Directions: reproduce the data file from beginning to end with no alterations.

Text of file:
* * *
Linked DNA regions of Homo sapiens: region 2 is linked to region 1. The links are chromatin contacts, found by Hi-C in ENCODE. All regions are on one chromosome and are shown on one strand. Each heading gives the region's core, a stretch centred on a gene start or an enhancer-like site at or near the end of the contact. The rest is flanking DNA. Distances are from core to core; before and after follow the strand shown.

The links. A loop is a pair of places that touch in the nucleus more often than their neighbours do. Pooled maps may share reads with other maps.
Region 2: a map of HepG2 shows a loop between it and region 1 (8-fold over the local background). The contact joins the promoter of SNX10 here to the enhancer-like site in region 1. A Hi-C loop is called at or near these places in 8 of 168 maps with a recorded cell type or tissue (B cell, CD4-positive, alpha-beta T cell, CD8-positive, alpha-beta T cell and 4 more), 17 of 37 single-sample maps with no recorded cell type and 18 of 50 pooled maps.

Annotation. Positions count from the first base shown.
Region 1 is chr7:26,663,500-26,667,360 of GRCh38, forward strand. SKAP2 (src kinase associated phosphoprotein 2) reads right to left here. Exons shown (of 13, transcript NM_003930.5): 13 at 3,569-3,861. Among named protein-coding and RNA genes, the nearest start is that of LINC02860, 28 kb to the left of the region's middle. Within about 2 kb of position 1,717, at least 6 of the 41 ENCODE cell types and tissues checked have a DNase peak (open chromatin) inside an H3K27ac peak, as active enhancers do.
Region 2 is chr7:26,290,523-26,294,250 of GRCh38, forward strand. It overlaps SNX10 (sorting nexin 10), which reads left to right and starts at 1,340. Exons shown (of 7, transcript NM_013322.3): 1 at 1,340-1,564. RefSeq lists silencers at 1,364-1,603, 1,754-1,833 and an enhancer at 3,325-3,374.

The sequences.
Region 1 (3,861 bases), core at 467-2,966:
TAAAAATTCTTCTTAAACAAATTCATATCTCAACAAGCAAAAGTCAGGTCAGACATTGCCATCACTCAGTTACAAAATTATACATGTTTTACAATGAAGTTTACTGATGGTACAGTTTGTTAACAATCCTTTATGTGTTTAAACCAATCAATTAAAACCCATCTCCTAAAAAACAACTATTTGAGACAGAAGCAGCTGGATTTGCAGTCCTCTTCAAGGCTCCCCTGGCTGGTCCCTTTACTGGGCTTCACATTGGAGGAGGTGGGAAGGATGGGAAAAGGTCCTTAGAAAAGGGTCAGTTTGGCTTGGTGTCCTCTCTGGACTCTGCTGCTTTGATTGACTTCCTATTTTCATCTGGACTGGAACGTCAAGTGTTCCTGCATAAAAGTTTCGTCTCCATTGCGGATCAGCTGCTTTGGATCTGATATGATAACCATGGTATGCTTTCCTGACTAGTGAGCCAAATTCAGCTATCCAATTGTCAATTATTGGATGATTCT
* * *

Linked DNA regions of Homo sapiens: region 2 is linked to region 1. The links are chromatin contacts, found by Hi-C in ENCODE. All regions are on one chromosome and are shown on one strand. Each heading gives the region's core, a stretch centred on a gene start or an enhancer-like site at or near the end of the contact. The rest is flanking DNA. Distances are from core to core; before and after follow the strand shown.

The links. A loop is a pair of places that touch in the nucleus more often than their neighbours do. Pooled maps may share reads with other maps.
Region 2: a map of HepG2 shows a loop between it and region 1 (8-fold over the local background). The contact joins the promoter of SNX10 here to the enhancer-like site in region 1. A Hi-C loop is called at or near these places in 8 of 168 maps with a recorded cell type or tissue (B cell, CD4-positive, alpha-beta T cell, CD8-positive, alpha-beta T cell and 4 more), 17 of 37 single-sample maps with no recorded cell type and 18 of 50 pooled maps.

Annotation. Positions count from the first base shown.
Region 1 is chr7:26,663,500-26,667,360 of GRCh38, forward strand. SKAP2 (src kinase associated phosphoprotein 2) reads right to left here. Exons shown (of 13, transcript NM_003930.5): 13 at 3,569-3,861. Among named protein-coding and RNA genes, the nearest start is that of LINC02860, 28 kb to the left of the region's middle. Within about 2 kb of position 1,717, at least 6 of the 41 ENCODE cell types and tissues checked have a DNase peak (open chromatin) inside an H3K27ac peak, as active enhancers do.
Region 2 is chr7:26,290,523-26,294,250 of GRCh38, forward strand. It overlaps SNX10 (sorting nexin 10), which reads left to right and starts at 1,340. Exons shown (of 7, transcript NM_013322.3): 1 at 1,340-1,564. RefSeq lists silencers at 1,364-1,603, 1,754-1,833 and an enhancer at 3,325-3,374.

The sequences.
Region 1 (3,861 bases), core at 467-2,966:
TAAAAATTCTTCTTAAACAAATTCATATCTCAACAAGCAAAAGTCAGGTCAGACATTGCCATCACTCAGTTACAAAATTATACATGTTTTACAATGAAGTTTACTGATGGTACAGTTTGTTAACAATCCTTTATGTGTTTAAACCAATCAATTAAAACCCATCTCCTAAAAAACAACTATTTGAGACAGAAGCAGCTGGATTTGCAGTCCTCTTCAAGGCTCCCCTGGCTGGTCCCTTTACTGGGCTTCACATTGGAGGAGGTGGGAAGGATGGGAAAAGGTCCTTAGAAAAGGGTCAGTTTGGCTTGGTGTCCTCTCTGGACTCTGCTGCTTTGATTGACTTCCTATTTTCATCTGGACTGGAACGTCAAGTGTTCCTGCATAAAAGTTTCGTCTCCATTGCGGATCAGCTGCTTTGGATCTGATATGATAACCATGGTATGCTTTCCTGACTAGTGAGCCAAATTCAGCTATCCAATTGTCAATTATTGGATGATTCT